I wandered into the stacks and leafed through old issues of Norsk litterÊr Ârbok, the annual of Norwegian literature, which has bibliographies of every article published in Norwegian that is about “literature”. The categories of literature discussed end by mentioning “trivial literature” (from the examples given this includes comics, young people’s literature, science fiction and fantasy) and “various”. Electronic literature would, I suppose, be included in one of those, if included at all.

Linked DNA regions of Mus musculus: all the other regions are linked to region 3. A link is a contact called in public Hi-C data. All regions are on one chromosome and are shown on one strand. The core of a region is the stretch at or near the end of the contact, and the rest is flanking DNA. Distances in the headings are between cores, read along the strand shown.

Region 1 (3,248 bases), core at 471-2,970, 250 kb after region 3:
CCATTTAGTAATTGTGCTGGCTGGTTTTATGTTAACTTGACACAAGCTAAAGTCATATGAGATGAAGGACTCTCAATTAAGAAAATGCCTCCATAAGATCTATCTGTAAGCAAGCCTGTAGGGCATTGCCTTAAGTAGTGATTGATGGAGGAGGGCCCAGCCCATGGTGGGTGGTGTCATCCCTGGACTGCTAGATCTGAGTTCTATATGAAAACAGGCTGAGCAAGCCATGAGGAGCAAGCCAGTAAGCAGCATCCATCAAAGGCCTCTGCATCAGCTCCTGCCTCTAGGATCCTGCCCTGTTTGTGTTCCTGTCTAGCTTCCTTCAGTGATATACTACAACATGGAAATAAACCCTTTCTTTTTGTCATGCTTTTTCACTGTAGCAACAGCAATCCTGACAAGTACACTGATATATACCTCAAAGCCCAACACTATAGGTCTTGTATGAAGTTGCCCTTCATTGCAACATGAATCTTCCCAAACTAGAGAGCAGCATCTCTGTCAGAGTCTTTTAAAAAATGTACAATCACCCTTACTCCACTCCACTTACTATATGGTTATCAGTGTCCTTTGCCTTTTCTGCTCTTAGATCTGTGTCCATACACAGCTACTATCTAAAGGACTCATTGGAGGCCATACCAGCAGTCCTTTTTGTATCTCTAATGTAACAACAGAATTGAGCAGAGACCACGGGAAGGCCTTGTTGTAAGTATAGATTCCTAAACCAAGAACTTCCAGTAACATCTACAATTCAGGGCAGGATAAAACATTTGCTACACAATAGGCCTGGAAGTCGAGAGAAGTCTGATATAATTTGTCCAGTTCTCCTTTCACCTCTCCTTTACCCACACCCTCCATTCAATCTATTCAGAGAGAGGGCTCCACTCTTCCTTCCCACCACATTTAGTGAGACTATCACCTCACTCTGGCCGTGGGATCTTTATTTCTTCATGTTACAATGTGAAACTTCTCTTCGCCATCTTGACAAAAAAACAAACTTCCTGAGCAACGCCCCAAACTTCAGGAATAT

Downstairs I leafed through the most recent issues of journals in my field(s). No, there are no print journals of electronic literature or new media, but I had a look at some others. In the January 2006 issue of PMLA I found a piece by Peter D. McDonald about “Ideas of the Book and Histories of Literature,” and was much cheered to be reminded of the following: